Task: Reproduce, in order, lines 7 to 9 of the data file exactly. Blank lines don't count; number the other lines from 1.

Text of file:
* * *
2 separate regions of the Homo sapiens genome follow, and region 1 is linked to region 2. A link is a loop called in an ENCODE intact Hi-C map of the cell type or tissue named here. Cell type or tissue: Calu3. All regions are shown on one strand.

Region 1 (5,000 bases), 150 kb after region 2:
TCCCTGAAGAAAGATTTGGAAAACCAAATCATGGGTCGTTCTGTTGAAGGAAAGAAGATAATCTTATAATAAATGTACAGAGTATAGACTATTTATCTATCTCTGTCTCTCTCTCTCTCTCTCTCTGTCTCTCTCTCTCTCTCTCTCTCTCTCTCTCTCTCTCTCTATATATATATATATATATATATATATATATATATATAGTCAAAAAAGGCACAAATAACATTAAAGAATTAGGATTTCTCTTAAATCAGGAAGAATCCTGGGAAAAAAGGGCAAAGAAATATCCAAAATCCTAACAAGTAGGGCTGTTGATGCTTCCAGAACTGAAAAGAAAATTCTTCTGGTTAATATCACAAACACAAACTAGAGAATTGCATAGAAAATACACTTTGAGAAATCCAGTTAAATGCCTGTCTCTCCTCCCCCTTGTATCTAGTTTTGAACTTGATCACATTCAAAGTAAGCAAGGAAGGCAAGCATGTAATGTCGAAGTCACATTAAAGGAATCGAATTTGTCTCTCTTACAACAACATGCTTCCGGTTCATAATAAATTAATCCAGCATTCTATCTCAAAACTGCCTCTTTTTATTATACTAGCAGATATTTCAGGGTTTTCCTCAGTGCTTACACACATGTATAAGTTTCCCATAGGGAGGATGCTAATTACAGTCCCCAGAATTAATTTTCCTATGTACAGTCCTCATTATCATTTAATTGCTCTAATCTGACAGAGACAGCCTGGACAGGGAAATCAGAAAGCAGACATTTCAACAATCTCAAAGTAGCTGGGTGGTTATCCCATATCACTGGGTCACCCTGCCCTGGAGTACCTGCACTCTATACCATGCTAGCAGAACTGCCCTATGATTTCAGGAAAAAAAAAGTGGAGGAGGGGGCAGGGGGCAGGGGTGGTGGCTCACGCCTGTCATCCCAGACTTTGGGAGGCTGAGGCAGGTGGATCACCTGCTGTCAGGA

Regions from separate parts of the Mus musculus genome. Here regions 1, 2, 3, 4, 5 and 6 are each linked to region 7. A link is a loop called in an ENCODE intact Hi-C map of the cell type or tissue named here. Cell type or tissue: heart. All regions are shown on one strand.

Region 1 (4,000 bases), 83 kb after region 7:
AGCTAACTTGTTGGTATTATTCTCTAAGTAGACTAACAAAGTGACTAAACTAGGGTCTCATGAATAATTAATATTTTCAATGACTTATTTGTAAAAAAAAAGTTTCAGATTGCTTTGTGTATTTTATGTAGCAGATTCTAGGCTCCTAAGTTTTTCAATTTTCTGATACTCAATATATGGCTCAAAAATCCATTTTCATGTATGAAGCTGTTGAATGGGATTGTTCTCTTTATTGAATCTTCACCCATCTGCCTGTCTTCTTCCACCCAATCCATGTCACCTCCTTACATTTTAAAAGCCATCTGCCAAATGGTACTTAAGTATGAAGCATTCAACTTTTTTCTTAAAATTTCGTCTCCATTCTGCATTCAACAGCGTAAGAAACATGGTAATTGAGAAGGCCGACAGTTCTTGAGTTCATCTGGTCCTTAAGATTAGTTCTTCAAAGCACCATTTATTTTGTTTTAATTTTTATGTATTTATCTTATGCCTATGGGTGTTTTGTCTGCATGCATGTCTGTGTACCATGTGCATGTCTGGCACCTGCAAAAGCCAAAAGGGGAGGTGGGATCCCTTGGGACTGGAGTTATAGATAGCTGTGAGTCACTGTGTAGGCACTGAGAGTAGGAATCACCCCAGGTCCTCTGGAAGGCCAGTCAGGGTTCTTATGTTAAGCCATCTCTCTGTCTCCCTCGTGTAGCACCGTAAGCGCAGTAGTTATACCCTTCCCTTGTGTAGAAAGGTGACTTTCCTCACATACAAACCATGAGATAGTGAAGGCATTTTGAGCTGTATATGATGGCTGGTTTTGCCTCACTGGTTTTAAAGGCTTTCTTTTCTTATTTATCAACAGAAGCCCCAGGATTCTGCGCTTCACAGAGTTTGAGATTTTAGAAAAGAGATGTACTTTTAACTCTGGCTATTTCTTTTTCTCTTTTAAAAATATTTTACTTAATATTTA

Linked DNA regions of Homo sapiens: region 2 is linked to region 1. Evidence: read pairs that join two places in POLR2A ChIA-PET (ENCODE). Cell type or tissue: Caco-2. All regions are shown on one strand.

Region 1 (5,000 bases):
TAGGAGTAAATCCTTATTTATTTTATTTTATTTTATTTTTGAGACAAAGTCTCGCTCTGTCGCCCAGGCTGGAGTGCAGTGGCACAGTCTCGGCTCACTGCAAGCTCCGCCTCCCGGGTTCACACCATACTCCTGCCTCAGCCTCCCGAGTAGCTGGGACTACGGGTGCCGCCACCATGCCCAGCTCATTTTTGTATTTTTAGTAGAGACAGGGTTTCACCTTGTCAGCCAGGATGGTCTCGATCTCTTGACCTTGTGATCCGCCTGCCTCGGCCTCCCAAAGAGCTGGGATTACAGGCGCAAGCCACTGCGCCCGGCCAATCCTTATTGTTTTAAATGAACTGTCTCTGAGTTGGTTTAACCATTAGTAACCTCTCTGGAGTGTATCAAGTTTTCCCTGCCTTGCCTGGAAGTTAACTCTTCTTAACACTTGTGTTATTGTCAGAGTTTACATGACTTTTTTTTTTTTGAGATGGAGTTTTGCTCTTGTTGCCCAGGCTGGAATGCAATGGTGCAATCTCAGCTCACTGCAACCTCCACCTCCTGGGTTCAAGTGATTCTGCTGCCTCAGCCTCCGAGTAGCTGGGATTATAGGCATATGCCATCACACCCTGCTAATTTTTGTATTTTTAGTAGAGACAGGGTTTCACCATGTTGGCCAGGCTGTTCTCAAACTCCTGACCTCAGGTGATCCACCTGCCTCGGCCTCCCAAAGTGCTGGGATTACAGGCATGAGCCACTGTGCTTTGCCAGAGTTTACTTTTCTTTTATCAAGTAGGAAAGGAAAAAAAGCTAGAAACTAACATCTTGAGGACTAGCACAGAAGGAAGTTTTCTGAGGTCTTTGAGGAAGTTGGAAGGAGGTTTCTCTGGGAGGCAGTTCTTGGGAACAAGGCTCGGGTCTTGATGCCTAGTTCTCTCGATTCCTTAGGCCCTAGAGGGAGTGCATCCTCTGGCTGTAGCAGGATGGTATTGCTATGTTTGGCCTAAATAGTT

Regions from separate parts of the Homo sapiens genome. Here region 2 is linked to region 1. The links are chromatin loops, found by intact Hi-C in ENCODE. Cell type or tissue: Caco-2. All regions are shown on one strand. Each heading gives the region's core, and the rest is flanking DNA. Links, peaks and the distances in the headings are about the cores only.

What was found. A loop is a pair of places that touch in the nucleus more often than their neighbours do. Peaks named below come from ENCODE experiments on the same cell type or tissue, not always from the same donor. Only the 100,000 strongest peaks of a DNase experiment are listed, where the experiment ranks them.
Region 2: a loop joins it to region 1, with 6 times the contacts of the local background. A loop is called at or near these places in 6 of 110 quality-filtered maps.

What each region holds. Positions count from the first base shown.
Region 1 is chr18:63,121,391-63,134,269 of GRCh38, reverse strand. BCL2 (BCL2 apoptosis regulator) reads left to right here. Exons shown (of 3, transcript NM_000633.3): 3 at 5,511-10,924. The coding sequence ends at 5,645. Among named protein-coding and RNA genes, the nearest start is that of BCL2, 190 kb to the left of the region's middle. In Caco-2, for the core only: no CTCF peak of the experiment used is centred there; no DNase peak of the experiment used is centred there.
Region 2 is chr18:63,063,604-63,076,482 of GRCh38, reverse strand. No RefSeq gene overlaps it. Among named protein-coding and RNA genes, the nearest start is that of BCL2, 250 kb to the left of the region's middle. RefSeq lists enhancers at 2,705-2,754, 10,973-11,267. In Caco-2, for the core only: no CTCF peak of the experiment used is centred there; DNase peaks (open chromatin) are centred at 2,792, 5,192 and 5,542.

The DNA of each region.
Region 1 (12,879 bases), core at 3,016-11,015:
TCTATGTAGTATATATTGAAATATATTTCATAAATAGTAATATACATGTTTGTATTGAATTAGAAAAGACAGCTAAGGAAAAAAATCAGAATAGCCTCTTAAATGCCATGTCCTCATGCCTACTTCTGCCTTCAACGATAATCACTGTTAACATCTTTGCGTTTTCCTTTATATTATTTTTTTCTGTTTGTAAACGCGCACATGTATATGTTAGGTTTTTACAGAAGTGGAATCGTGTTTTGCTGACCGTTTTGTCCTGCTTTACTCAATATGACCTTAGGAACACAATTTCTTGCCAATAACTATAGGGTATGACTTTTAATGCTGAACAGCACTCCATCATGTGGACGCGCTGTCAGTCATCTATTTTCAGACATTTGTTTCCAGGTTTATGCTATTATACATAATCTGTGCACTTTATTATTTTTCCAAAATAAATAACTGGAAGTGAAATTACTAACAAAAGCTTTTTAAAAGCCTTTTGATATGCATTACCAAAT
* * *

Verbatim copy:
Linked DNA regions of Homo sapiens: region 2 is linked to region 1. Evidence: read pairs that join two places in POLR2A ChIA-PET (ENCODE). Cell type or tissue: Caco-2. All regions are shown on one strand.

Region 1 (5,000 bases):
TAGGAGTAAATCCTTATTTATTTTATTTTATTTTATTTTTGAGACAAAGTCTCGCTCTGTCGCCCAGGCTGGAGTGCAGTGGCACAGTCTCGGCTCACTGCAAGCTCCGCCTCCCGGGTTCACACCATACTCCTGCCTCAGCCTCCCGAGTAGCTGGGACTACGGGTGCCGCCACCATGCCCAGCTCATTTTTGTATTTTTAGTAGAGACAGGGTTTCACCTTGTCAGCCAGGATGGTCTCGATCTCTTGACCTTGTGATCCGCCTGCCTCGGCCTCCCAAAGAGCTGGGATTACAGGCGCAAGCCACTGCGCCCGGCCAATCCTTATTGTTTTAAATGAACTGTCTCTGAGTTGGTTTAACCATTAGTAACCTCTCTGGAGTGTATCAAGTTTTCCCTGCCTTGCCTGGAAGTTAACTCTTCTTAACACTTGTGTTATTGTCAGAGTTTACATGACTTTTTTTTTTTTGAGATGGAGTTTTGCTCTTGTTGCCCAGGCTGGAATGCAATGGTGCAATCTCAGCTCACTGCAACCTCCACCTCCTGGGTTCAAGTGATTCTGCTGCCTCAGCCTCCGAGTAGCTGGGATTATAGGCATATGCCATCACACCCTGCTAATTTTTGTATTTTTAGTAGAGACAGGGTTTCACCATGTTGGCCAGGCTGTTCTCAAACTCCTGACCTCAGGTGATCCACCTGCCTCGGCCTCCCAAAGTGCTGGGATTACAGGCATGAGCCACTGTGCTTTGCCAGAGTTTACTTTTCTTTTATCAAGTAGGAAAGGAAAAAAAGCTAGAAACTAACATCTTGAGGACTAGCACAGAAGGAAGTTTTCTGAGGTCTTTGAGGAAGTTGGAAGGAGGTTTCTCTGGGAGGCAGTTCTTGGGAACAAGGCTCGGGTCTTGATGCCTAGTTCTCTCGATTCCTTAGGCCCTAGAGGGAGTGCATCCTCTGGCTGTAGCAGGATGGTATTGCTATGTTTGGCCTAAATAGTT